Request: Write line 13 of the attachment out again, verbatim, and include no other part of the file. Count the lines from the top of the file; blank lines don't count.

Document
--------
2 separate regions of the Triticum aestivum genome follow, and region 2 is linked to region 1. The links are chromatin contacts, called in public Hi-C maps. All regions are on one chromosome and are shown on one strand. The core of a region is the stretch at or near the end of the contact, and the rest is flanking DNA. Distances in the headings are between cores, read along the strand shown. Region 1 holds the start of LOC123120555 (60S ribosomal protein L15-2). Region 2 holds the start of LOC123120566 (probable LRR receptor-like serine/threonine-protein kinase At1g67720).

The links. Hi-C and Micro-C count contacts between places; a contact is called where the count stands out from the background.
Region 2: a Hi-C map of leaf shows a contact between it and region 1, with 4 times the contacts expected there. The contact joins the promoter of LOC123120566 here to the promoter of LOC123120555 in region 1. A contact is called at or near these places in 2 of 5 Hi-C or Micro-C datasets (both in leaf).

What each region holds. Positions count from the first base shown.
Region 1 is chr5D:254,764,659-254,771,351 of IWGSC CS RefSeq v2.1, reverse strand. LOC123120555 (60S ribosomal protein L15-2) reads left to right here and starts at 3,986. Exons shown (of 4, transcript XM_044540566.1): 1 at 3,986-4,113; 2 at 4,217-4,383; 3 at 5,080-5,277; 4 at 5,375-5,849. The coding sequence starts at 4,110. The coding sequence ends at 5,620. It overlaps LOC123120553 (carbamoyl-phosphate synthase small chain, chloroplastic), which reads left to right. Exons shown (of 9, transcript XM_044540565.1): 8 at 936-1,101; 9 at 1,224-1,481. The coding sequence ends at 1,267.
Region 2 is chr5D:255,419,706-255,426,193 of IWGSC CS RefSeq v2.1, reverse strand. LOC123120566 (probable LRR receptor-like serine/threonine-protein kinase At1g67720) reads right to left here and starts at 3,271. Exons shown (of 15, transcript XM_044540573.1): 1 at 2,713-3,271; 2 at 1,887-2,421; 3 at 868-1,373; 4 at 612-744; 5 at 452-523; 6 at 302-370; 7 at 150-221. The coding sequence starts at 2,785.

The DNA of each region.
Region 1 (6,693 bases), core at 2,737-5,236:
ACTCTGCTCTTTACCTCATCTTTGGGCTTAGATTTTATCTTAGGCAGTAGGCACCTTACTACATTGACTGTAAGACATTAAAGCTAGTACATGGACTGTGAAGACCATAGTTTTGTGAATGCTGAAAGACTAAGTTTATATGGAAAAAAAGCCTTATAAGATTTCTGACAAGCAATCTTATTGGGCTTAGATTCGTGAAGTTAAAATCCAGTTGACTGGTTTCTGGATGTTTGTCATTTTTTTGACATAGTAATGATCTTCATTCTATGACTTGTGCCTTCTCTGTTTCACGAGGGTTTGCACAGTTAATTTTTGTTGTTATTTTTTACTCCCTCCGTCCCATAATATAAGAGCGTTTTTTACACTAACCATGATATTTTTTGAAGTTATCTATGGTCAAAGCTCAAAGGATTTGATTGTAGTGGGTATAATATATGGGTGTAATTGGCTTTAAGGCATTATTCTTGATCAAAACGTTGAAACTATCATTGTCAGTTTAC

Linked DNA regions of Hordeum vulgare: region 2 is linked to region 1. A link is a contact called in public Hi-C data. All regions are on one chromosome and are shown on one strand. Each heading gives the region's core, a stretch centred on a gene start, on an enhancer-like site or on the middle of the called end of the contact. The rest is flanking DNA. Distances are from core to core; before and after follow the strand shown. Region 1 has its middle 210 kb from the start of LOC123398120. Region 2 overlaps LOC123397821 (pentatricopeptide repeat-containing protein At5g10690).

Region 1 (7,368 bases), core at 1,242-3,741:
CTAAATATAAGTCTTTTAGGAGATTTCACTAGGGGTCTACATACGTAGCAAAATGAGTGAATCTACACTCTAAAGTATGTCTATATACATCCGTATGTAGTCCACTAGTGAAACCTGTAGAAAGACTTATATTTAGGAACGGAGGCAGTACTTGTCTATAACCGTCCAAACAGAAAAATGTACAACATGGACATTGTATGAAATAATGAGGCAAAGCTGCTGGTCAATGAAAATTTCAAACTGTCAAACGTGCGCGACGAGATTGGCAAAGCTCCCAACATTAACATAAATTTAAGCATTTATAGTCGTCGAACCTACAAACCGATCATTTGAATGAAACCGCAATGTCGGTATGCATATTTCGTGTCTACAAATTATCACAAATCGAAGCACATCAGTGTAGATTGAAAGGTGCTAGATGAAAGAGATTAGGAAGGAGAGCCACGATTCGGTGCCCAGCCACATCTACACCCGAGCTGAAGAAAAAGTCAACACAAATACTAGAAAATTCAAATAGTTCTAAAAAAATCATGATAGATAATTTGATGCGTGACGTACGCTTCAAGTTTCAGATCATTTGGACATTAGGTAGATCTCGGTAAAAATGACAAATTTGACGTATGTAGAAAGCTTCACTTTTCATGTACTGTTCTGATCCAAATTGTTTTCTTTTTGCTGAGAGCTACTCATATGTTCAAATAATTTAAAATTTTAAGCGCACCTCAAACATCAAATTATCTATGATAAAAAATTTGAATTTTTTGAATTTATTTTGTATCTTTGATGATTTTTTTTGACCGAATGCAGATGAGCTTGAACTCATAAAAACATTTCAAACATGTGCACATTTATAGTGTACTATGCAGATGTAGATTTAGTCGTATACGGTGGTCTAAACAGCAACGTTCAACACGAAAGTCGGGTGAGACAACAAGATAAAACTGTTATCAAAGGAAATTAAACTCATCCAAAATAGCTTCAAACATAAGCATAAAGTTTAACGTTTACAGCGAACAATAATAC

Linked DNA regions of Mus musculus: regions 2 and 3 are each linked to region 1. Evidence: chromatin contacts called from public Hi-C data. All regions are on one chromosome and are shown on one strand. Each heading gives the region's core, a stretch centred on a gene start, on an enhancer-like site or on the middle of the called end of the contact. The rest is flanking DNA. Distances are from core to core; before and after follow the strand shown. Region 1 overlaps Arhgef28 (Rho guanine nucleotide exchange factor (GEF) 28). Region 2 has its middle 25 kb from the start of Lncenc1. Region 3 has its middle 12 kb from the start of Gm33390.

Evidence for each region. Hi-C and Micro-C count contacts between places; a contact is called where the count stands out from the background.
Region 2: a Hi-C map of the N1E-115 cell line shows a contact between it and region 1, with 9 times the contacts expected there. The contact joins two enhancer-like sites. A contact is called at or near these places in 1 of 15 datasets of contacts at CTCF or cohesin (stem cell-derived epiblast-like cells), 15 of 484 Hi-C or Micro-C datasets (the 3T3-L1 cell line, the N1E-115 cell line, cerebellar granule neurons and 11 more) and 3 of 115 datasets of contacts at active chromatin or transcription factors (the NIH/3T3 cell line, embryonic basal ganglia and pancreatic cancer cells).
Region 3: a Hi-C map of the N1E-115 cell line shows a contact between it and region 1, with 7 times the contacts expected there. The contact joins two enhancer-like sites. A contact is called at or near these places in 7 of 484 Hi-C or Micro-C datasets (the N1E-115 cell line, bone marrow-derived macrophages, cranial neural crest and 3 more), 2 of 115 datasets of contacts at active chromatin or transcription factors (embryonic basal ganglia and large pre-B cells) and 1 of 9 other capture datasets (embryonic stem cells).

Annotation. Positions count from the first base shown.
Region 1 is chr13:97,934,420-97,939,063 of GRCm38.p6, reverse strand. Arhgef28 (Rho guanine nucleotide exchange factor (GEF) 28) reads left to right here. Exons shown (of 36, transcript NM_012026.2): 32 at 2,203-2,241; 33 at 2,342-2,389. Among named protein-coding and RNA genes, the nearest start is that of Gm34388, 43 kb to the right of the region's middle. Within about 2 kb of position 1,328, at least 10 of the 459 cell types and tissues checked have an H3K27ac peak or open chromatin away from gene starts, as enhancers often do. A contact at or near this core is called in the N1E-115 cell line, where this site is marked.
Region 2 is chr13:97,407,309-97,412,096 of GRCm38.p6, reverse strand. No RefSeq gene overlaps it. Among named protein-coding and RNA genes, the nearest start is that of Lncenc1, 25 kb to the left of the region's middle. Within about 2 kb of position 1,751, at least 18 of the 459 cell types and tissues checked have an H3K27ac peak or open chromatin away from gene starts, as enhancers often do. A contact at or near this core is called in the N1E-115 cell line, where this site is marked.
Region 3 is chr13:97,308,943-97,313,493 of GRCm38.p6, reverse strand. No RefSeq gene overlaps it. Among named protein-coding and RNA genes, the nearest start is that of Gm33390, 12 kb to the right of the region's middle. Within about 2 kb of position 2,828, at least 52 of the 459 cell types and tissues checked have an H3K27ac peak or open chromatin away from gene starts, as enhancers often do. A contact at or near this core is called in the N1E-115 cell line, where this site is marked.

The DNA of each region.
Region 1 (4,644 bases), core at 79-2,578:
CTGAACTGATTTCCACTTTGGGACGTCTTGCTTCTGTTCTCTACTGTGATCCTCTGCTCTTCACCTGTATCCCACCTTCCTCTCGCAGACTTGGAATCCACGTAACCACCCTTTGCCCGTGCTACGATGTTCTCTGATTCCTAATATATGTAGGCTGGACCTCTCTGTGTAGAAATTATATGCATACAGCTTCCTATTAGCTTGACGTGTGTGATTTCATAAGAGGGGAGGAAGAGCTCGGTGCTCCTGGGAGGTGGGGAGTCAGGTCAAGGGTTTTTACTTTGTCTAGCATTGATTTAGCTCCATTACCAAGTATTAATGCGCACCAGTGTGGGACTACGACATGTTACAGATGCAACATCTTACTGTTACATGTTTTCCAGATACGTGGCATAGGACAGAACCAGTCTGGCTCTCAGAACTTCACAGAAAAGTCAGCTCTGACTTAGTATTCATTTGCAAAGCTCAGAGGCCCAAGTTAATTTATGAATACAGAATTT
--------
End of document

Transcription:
Linked DNA regions of Mus musculus: regions 2 and 3 are each linked to region 1. Evidence: chromatin contacts called from public Hi-C data. All regions are on one chromosome and are shown on one strand. Each heading gives the region's core, a stretch centred on a gene start, on an enhancer-like site or on the middle of the called end of the contact. The rest is flanking DNA. Distances are from core to core; before and after follow the strand shown. Region 1 overlaps Arhgef28 (Rho guanine nucleotide exchange factor (GEF) 28). Region 2 has its middle 25 kb from the start of Lncenc1. Region 3 has its middle 12 kb from the start of Gm33390.